“The chastisement of our peace was upon Him” (Isaiah 53:5)

Regarding Christ, scripture also says:

You have put me in the lowest pit, in the darkest depths. Your wrath lies heavily on me” (Psalm 88:6-9)

“Jesus told them, “for it is written: “‘I will strike the shepherd, and the sheep will be scattered.’ (Mark 14:27)

But God commends his love toward us, in that, while we were yet sinners, Christ died for us. Much more then, being now justified by his blood, we shall be saved from wrath through him. (Romans 5:8-9)

“For He did not die as being Himself liable to death: He suffered for us, and bore in Himself the wrath that was the penalty of our transgression, even as Isaiah says, Himself bore our weaknesses.” – St. Athanasius (296 – 373 AD) – Letter to Marcellinus 

Question: Doesn’t the word “justice” mean “righteousness” with regard to God, and not judgement or retribution of God? Isn’t a juridical understanding of the word “justice” foreign to the early Church fathers, and is only a pollution of Western/Protestant theology?

Answer: No. Depending on the context, the church fathers used the word “justice” to speak of God’s righteousness or goodness, as well as God’s judgment, punishment, and retribution for sin. In addressing heresies, St. Irenaeus explained that God’s goodness must also be accompanied with “exercise of justice” (judicial). Otherwise, God would be deprived of the true characters of deity:

St. Irenaeus (130 – 202 AD) – Against Heresies
For he that is the judicial one, if he be not goodis not God, because he from whom goodness is absent is no God at all; and again, he who is good, if he has no judicial power, suffers the same [loss] as the former, by being deprived of his character of deity…For He is good, and merciful, and patient, and saves whom He ought: nor does goodness desert Him in the exercise of justice, nor is His wisdom lessened; for He saves those whom He should save, and judges those worthy of judgment.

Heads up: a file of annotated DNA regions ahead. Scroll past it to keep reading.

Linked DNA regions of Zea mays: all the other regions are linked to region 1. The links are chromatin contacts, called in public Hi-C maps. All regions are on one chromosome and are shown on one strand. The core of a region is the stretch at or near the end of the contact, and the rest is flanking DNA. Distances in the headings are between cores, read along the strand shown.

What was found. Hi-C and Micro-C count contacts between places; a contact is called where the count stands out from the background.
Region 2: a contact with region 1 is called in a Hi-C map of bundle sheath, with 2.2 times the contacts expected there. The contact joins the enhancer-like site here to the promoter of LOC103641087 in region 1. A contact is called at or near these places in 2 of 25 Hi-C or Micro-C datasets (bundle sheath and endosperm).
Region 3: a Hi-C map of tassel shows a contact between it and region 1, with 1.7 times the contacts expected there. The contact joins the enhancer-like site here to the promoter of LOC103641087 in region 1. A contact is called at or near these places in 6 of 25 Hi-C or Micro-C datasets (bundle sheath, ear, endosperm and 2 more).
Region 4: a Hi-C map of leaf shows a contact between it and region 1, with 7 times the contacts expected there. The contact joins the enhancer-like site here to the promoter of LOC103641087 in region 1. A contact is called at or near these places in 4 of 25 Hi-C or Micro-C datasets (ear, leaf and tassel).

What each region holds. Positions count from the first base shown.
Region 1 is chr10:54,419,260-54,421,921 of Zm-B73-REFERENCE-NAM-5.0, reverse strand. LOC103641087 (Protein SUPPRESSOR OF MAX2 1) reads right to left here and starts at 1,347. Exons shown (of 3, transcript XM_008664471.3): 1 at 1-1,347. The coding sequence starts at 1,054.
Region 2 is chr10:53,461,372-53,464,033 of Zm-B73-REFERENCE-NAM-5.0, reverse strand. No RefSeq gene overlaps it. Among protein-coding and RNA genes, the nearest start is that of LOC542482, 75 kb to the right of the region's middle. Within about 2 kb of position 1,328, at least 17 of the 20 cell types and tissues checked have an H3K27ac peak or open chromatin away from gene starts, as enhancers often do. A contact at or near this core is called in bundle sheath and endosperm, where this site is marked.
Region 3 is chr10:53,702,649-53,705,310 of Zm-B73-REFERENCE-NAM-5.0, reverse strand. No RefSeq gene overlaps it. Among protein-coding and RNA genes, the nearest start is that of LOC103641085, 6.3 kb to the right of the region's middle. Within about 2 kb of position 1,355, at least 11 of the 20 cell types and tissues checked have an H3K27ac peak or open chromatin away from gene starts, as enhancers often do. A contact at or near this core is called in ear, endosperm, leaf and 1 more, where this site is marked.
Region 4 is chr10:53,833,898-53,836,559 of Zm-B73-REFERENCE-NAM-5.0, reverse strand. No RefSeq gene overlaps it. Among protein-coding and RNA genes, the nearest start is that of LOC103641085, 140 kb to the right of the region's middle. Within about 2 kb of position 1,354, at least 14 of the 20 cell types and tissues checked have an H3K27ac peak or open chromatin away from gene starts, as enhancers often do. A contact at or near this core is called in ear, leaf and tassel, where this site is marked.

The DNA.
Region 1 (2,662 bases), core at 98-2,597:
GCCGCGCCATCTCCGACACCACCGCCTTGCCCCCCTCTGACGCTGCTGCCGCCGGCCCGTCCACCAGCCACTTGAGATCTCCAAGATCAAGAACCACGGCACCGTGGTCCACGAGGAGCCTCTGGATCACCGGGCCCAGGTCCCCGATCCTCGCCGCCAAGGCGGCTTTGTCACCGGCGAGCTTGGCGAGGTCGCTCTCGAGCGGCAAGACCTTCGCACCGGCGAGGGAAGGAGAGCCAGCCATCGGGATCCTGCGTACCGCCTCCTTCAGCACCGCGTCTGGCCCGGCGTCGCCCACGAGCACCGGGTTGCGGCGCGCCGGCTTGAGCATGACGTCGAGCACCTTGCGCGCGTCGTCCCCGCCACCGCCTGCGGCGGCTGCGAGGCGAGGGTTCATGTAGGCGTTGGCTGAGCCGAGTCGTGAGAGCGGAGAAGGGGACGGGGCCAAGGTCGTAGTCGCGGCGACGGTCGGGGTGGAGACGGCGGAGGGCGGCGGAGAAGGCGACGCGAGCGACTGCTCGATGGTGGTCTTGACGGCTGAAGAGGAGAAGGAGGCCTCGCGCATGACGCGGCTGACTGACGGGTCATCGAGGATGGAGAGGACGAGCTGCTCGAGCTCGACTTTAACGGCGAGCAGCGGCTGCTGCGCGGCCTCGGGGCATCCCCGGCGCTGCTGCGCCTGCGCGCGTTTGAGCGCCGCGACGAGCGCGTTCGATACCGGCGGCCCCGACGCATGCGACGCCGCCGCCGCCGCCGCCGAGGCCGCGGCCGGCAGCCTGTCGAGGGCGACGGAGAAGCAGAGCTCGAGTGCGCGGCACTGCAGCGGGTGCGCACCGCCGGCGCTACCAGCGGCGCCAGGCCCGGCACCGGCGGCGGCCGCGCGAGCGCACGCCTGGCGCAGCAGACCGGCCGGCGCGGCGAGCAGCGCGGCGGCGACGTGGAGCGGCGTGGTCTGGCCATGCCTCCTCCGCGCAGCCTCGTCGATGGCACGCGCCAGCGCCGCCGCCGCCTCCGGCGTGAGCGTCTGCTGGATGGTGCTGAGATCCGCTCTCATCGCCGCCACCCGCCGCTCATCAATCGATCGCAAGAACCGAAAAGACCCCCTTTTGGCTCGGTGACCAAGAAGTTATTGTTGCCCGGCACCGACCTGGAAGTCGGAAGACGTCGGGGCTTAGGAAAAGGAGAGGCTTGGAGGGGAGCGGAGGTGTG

St. Athanasius explained that God’s “justice” is tempered by His mercy:

St. Athanasius (296 – 373 AD) – Letter to Marcellinus
And when you have yourself experienced His power in judgement (for always His justice is tempered by His mercy) the next Psalm [101] will express your need.  If through the weakness of your nature and the strain of life you find yourself at times downcast and poor, sing for your consolation Psalm 102…

St. John Chrysostom explained that because God is “just”, He recompenses to each according to what they deserve:

St. John Chrysostom (349 – 407 AD) – Homilies Concerning the Power of Demons
If there is a God, as indeed there is, it follows that He is just, for if He is not just neither is He God, and if He is just He recompenses to each according to their desert. But we do not see all here receiving according to their desert. Therefore it is necessary to hope for some other requital awaiting us, in order that by each one receiving according to his desert, the justice of God may be made manifest.

St. John also explained that if there were no judgment, God would not be “just”:

St. John Chrysostom (349 – 407 AD) – Homilies on Colossians
For such is ever the devil’s way; he puts forward everything in a wily, and not in a straightforward manner, to put us on our guard. If there is no Judgment, God is not just (I speak as a man): if God is not just, then there is no God at all…Seest thou the drift of this satanical argument?…Let us then not be persuaded by him. For there is a Judgment, O wretched and miserable man!

St. Basil explained that the pains of hell are the “just punishment” of transgression, since God is both “just and merciful”:

St. Basil the Great (330 – 379 AD) – A Treatise on Baptism
Let it be remembered that the glory of heaven is a gratuitous supernatural favor: and that the pains of hell are the just punishment of voluntary actual transgression…God is just and merciful, and if His dispensations seem severe, we must nevertheless adore them, and await with patience the full manifestation of their justice in the light of glory.

Question: “Who kills man? God (because we are guilty before Him)? Or sin?”

Answer:  Both. What kills a man who jumps off a cliff? The frailty of his humanity or the law of gravity? If we say the frailty of humanity, did not the law of gravity give power to death on account of the frail humanity? Likewise, the law of death (put in place by God) gives power to death on account of sinful humanity. Thus, those who die on account of sin do not only die as a natural consequence, but also due to the “guilt” “charged” against them by the law of God: